Freeze drying is one of the greenest ways to go.
There are a lot of ways to deal with a person’s body after he or she is done using it. Their last remains can be buried, burned, put in trees, or donated to science. But one Swedish company has a different approach to sending people off to their final rewards. Freeze drying. Just like the liquid T-1000 in Terminator 2. It turns out to be one of the greenest ways to go.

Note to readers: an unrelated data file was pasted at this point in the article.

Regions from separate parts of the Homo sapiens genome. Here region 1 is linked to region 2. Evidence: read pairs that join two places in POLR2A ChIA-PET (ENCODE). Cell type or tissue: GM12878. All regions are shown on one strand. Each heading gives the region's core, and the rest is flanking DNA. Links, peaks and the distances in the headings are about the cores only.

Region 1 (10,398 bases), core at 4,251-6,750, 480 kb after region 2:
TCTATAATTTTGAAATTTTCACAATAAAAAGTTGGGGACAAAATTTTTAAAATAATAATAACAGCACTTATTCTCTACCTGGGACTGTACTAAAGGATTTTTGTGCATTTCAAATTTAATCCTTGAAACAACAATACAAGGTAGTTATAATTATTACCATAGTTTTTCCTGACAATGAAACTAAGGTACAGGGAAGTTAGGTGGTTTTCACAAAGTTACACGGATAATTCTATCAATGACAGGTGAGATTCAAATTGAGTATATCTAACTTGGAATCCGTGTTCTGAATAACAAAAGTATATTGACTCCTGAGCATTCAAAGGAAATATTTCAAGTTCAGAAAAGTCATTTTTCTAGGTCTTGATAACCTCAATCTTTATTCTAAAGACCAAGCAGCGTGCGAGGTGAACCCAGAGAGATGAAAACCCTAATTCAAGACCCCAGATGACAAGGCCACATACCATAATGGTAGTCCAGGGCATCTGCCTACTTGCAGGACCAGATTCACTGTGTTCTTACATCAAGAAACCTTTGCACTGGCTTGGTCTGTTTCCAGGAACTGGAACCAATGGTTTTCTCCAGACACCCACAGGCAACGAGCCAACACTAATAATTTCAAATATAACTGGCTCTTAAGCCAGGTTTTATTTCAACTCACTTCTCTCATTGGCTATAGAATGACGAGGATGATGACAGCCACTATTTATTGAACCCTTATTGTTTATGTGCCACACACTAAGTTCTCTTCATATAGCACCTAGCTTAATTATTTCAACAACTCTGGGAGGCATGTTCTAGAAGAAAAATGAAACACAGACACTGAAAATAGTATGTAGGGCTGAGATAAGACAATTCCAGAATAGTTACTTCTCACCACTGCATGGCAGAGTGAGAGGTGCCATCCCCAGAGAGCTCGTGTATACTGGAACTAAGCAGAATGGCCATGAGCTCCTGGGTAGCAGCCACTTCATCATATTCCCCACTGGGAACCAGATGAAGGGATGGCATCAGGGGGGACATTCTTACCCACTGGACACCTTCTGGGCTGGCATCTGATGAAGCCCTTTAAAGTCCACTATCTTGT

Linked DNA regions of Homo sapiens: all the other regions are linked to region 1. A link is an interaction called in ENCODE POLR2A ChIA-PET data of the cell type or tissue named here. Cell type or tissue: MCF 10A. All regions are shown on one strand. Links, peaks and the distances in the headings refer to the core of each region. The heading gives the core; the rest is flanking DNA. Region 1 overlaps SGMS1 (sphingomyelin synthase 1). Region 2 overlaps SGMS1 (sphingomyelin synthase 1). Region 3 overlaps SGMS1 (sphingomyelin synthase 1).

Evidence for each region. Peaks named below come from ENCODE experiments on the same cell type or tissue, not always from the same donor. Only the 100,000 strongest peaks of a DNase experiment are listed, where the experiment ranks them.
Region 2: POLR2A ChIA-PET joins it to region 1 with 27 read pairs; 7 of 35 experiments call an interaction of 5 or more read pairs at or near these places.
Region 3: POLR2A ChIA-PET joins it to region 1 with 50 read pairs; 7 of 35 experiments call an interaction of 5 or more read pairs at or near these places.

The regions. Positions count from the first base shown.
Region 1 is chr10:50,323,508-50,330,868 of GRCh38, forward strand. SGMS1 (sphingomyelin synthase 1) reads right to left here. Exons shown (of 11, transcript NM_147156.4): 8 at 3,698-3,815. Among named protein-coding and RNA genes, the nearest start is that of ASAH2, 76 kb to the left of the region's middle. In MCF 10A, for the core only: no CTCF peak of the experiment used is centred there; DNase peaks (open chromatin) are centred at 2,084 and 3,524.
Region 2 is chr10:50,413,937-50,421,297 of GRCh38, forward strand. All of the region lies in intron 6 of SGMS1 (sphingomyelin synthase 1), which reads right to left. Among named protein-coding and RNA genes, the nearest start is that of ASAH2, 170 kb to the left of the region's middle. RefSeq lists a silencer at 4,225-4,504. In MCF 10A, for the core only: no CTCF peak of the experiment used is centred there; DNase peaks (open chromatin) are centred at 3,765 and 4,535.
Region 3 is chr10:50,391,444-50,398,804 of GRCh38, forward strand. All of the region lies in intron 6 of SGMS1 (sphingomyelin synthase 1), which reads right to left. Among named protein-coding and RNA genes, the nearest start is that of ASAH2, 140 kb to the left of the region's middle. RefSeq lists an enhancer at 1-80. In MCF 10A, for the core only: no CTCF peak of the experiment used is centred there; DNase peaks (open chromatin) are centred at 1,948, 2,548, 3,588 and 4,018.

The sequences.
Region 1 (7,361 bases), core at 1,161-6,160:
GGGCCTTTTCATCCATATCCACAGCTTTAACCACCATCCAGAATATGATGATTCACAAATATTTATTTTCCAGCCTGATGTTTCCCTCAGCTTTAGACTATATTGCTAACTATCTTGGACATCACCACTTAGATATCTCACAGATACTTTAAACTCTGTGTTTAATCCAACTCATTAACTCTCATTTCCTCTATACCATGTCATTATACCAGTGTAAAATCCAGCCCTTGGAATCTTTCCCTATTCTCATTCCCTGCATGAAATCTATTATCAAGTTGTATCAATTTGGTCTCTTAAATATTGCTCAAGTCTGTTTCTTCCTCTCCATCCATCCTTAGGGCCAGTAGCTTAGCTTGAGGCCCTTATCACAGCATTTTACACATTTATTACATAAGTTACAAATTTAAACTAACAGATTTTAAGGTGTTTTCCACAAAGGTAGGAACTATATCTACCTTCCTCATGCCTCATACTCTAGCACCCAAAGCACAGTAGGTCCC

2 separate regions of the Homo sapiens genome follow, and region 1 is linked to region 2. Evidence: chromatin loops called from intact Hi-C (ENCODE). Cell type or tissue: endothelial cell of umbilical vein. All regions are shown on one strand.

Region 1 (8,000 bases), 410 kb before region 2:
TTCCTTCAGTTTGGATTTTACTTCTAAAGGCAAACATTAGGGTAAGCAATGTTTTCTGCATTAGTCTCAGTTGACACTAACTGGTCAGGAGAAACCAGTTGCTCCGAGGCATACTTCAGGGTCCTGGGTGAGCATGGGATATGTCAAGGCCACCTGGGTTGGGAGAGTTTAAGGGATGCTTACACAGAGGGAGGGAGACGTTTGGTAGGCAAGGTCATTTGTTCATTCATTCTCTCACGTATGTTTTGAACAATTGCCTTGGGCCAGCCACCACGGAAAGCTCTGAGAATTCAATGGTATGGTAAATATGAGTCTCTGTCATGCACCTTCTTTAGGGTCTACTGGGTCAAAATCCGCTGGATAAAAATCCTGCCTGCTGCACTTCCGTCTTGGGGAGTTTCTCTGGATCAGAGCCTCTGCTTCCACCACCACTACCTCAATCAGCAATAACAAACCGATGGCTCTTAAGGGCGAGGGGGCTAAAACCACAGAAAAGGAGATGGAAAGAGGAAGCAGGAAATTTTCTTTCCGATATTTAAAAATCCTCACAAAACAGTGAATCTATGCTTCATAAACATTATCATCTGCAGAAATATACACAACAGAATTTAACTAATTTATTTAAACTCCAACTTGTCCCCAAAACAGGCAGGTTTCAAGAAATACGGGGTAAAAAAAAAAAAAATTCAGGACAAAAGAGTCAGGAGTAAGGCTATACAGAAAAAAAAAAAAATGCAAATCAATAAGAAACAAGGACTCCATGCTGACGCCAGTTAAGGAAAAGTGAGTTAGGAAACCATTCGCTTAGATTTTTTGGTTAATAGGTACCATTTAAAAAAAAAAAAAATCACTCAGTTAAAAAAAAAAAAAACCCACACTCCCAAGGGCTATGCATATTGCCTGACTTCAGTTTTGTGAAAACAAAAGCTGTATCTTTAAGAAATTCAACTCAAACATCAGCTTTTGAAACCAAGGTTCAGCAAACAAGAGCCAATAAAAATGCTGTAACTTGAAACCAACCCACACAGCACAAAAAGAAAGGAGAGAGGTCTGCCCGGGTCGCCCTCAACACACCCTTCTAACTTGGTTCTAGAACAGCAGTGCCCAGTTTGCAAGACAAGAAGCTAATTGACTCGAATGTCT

It turns out that traditional burial takes a toll on the environment. There’s the coffin, which is either metal or wood, heavy, and sometimes finished with toxic materials. Since many coffins deteriorate, leaving unsightly hollows in an otherwise beautiful cemetary, many cemetaries require vaults. Those vaults use tons of concrete that has to be made and transported. The process of getting the body ready also has an environmental impact. About 827,060 gallons of embalming fluid are used per year, so that even getting the body ready took time. Each cremation takes enough energy to drive almost five thousand miles, and the combined results of all cremations releases thousands of pounds of mercury into the atmosphere.
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